Penner looks at the legal status of band governments, accountability to band members, the powers of the relevant federal minister, financial relations betweens bands and the federal government, the legislative powers of bands, etc. Like Hawthorn, Penner focuses on S92.24, 1867 regarding federal jurisdiction. Unlike Hawthorn, Penner must take into account S35.1, 1982. Penner is also conscious of the international context regarding equality, discrimination and the rights of Indigenous Peoples as he attempts to address the Indian problem.

At the outset Penner addresses a telling linguistic issue. “Throughout the report the Committee has used the term Indian First Nations to describe the entities that would be exercising self-government. Although the terms of reference refer to ‘Indian self-government’, the majority of witnesses referred to themselves as members of First Nations. In order to familiarize the general public with the term the Committee decided to use Indian First Nations in this report.”22 This linguistic dilemma is telling because it belies a conflict over fundamental identities. It affords us an alternative outside the colonial order for dealing with corporations, Status Indians and Indian Reserves. It appears that witnesses rejected the term “Indian” in favour of self-identifying as “First Nations”. In other words, folks on the Indigenous side of the treaty chose to self-identify rather than be legally labelled by the colonizer. Penner’s solution to this Indian problem apparently is to simply mash the terms together as if that was a tenable solution to the dilemma. However, if “Indian” indicates a colonial subject and “First Nation” indicates the opposite, then what is an “Indian First Nation”? An irrational construct of the colonial mind?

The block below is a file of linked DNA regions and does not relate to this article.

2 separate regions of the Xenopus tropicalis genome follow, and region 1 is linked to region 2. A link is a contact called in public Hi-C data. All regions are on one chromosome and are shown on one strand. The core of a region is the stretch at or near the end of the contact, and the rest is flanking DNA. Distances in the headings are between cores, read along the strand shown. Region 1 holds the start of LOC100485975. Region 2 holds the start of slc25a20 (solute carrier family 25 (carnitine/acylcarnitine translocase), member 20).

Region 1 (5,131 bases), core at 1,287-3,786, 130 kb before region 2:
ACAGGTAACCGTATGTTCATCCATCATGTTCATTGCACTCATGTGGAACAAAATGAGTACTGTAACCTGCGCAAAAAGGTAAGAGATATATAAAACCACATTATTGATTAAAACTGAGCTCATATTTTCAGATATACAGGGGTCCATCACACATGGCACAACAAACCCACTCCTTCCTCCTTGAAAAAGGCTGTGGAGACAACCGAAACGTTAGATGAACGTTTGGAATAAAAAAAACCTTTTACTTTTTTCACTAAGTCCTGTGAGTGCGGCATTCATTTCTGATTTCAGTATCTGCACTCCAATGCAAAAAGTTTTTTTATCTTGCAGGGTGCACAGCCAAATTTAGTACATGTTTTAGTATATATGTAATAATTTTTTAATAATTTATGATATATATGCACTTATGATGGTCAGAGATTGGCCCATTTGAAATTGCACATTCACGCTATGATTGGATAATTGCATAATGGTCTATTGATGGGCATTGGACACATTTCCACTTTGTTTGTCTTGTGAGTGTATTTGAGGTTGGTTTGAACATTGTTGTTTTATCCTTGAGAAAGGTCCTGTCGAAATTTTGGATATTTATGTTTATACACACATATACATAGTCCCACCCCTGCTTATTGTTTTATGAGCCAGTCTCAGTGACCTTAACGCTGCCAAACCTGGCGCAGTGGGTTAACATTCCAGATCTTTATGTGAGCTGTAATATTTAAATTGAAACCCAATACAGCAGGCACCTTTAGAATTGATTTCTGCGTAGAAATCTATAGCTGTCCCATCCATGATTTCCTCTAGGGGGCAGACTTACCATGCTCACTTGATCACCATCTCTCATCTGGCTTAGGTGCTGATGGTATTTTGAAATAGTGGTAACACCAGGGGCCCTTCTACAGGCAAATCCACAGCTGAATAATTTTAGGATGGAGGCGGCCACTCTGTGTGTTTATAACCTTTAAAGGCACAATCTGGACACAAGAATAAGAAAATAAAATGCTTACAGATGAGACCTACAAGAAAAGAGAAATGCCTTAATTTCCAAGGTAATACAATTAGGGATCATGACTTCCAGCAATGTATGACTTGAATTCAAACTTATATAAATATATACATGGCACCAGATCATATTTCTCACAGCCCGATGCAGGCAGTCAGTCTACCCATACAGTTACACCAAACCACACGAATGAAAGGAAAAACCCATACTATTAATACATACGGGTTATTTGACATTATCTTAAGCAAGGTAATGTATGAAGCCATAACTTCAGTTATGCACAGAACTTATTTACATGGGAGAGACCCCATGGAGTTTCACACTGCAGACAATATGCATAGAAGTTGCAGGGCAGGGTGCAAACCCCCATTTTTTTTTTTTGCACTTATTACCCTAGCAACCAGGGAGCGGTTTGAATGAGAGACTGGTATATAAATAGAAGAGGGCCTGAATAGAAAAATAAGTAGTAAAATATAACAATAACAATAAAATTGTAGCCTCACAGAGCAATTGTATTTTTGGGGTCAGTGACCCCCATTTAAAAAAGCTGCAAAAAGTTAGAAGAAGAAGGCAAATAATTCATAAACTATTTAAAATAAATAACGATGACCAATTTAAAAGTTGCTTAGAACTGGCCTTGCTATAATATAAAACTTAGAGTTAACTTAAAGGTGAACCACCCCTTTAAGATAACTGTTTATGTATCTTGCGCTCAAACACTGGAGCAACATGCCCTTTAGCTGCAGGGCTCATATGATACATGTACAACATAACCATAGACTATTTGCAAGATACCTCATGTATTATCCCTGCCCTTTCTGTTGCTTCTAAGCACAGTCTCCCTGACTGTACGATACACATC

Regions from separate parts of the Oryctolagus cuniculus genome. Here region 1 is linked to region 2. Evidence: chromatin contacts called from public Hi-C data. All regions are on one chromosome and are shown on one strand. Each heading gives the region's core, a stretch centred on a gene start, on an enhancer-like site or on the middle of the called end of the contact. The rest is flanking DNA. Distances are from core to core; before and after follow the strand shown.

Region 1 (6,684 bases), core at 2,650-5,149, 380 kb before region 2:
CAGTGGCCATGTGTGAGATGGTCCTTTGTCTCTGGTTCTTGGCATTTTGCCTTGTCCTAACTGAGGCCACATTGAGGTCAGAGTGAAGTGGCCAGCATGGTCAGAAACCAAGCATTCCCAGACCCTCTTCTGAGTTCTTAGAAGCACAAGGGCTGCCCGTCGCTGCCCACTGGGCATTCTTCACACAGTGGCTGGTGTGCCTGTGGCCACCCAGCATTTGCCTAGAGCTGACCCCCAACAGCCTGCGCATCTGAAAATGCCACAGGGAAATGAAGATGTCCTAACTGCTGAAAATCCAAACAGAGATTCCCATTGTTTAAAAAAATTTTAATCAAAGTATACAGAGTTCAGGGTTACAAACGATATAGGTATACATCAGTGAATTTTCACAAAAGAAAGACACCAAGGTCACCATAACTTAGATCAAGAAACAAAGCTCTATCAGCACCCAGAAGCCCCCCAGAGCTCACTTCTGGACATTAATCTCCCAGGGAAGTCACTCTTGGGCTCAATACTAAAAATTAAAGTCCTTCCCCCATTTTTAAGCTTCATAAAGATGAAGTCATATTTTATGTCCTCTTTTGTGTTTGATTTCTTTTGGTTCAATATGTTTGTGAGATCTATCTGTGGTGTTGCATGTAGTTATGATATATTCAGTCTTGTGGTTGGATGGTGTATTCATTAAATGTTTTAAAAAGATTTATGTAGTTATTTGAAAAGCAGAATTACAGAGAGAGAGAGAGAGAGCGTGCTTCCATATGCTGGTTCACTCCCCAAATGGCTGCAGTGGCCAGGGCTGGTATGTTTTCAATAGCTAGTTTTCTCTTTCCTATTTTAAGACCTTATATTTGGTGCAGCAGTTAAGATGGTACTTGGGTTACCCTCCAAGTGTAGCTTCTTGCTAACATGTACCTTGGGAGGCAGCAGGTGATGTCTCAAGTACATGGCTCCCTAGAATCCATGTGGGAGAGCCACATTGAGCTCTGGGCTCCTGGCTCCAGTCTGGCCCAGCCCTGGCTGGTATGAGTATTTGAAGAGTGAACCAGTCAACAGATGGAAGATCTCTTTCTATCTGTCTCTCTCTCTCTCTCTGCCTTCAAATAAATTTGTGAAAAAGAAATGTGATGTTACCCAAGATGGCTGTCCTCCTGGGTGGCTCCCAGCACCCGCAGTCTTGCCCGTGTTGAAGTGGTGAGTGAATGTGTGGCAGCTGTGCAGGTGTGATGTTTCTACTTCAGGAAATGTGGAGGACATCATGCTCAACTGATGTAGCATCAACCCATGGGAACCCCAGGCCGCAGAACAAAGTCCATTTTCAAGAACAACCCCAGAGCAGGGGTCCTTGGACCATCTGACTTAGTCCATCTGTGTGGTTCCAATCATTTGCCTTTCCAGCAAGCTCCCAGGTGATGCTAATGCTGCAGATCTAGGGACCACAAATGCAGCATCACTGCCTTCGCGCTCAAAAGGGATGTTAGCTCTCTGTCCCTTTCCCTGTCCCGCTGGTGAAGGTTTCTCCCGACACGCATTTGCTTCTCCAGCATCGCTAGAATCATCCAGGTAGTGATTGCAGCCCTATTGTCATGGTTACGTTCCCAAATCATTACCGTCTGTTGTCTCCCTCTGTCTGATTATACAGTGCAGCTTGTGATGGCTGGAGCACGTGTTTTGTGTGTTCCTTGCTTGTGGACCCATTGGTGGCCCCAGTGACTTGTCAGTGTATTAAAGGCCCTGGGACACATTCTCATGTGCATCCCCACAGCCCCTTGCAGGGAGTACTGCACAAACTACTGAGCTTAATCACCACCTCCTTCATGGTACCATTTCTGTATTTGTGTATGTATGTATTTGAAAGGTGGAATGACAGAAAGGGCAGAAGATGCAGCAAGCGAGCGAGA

Penner calls for a new relationship involving the recognition of the right of “Indian self-government” being explicitly stated and entrenched in the Constitution through a constitutional amendment whereby “Indian First Nation governments would form a distinct order of government in Canada, with their jurisdiction defined.”23 Unlike Hawthorn, Penner does not see the Indian Act as a basis for addressing change. “The Committee does not support amending the Indian Act as a route to self-government. The antiquated policy basis and structure of the Indian Act make it completely unacceptable as a blueprint for the future.”24